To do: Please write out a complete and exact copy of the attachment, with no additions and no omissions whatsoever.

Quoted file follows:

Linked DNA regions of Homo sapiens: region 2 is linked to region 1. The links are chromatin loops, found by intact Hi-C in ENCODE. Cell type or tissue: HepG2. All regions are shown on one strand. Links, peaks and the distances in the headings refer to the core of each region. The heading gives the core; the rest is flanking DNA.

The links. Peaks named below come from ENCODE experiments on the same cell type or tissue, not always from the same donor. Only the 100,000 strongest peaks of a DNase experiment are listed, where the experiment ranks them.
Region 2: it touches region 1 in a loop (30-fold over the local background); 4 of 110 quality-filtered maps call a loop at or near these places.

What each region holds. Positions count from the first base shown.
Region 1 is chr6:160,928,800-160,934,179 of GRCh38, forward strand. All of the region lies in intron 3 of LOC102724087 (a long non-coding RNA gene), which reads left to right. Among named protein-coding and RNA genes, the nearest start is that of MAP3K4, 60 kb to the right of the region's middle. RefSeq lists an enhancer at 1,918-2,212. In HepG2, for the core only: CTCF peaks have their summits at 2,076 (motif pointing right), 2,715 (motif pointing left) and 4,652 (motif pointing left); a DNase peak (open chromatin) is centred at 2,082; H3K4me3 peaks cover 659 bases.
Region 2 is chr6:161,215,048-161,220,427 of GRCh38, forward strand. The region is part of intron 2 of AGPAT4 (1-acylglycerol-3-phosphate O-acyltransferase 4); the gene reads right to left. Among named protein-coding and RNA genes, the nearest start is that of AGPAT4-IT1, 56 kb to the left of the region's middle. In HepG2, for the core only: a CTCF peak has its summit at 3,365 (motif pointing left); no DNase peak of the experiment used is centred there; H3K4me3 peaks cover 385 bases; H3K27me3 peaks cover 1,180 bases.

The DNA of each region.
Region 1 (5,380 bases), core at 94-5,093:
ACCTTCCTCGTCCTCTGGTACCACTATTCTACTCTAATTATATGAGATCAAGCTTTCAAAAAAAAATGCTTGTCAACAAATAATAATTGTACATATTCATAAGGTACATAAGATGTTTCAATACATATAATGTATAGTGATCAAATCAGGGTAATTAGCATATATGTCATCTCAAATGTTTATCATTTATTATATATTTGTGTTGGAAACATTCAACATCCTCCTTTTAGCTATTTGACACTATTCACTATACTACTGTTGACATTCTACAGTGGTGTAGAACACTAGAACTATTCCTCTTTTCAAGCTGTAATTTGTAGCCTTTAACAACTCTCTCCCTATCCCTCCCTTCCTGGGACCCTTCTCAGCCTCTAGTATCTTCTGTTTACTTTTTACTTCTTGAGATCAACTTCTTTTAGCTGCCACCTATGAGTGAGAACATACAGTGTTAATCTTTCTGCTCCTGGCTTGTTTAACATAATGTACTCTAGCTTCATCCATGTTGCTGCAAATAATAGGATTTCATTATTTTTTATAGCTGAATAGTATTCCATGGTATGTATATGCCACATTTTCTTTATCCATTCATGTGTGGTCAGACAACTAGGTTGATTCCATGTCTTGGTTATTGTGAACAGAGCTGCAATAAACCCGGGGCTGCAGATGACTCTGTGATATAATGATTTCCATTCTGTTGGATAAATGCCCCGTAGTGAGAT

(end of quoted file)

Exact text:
Linked DNA regions of Homo sapiens: region 2 is linked to region 1. The links are chromatin loops, found by intact Hi-C in ENCODE. Cell type or tissue: HepG2. All regions are shown on one strand. Links, peaks and the distances in the headings refer to the core of each region. The heading gives the core; the rest is flanking DNA.

The links. Peaks named below come from ENCODE experiments on the same cell type or tissue, not always from the same donor. Only the 100,000 strongest peaks of a DNase experiment are listed, where the experiment ranks them.
Region 2: it touches region 1 in a loop (30-fold over the local background); 4 of 110 quality-filtered maps call a loop at or near these places.

What each region holds. Positions count from the first base shown.
Region 1 is chr6:160,928,800-160,934,179 of GRCh38, forward strand. All of the region lies in intron 3 of LOC102724087 (a long non-coding RNA gene), which reads left to right. Among named protein-coding and RNA genes, the nearest start is that of MAP3K4, 60 kb to the right of the region's middle. RefSeq lists an enhancer at 1,918-2,212. In HepG2, for the core only: CTCF peaks have their summits at 2,076 (motif pointing right), 2,715 (motif pointing left) and 4,652 (motif pointing left); a DNase peak (open chromatin) is centred at 2,082; H3K4me3 peaks cover 659 bases.
Region 2 is chr6:161,215,048-161,220,427 of GRCh38, forward strand. The region is part of intron 2 of AGPAT4 (1-acylglycerol-3-phosphate O-acyltransferase 4); the gene reads right to left. Among named protein-coding and RNA genes, the nearest start is that of AGPAT4-IT1, 56 kb to the left of the region's middle. In HepG2, for the core only: a CTCF peak has its summit at 3,365 (motif pointing left); no DNase peak of the experiment used is centred there; H3K4me3 peaks cover 385 bases; H3K27me3 peaks cover 1,180 bases.

The DNA of each region.
Region 1 (5,380 bases), core at 94-5,093:
ACCTTCCTCGTCCTCTGGTACCACTATTCTACTCTAATTATATGAGATCAAGCTTTCAAAAAAAAATGCTTGTCAACAAATAATAATTGTACATATTCATAAGGTACATAAGATGTTTCAATACATATAATGTATAGTGATCAAATCAGGGTAATTAGCATATATGTCATCTCAAATGTTTATCATTTATTATATATTTGTGTTGGAAACATTCAACATCCTCCTTTTAGCTATTTGACACTATTCACTATACTACTGTTGACATTCTACAGTGGTGTAGAACACTAGAACTATTCCTCTTTTCAAGCTGTAATTTGTAGCCTTTAACAACTCTCTCCCTATCCCTCCCTTCCTGGGACCCTTCTCAGCCTCTAGTATCTTCTGTTTACTTTTTACTTCTTGAGATCAACTTCTTTTAGCTGCCACCTATGAGTGAGAACATACAGTGTTAATCTTTCTGCTCCTGGCTTGTTTAACATAATGTACTCTAGCTTCATCCATGTTGCTGCAAATAATAGGATTTCATTATTTTTTATAGCTGAATAGTATTCCATGGTATGTATATGCCACATTTTCTTTATCCATTCATGTGTGGTCAGACAACTAGGTTGATTCCATGTCTTGGTTATTGTGAACAGAGCTGCAATAAACCCGGGGCTGCAGATGACTCTGTGATATAATGATTTCCATTCTGTTGGATAAATGCCCCGTAGTGAGAT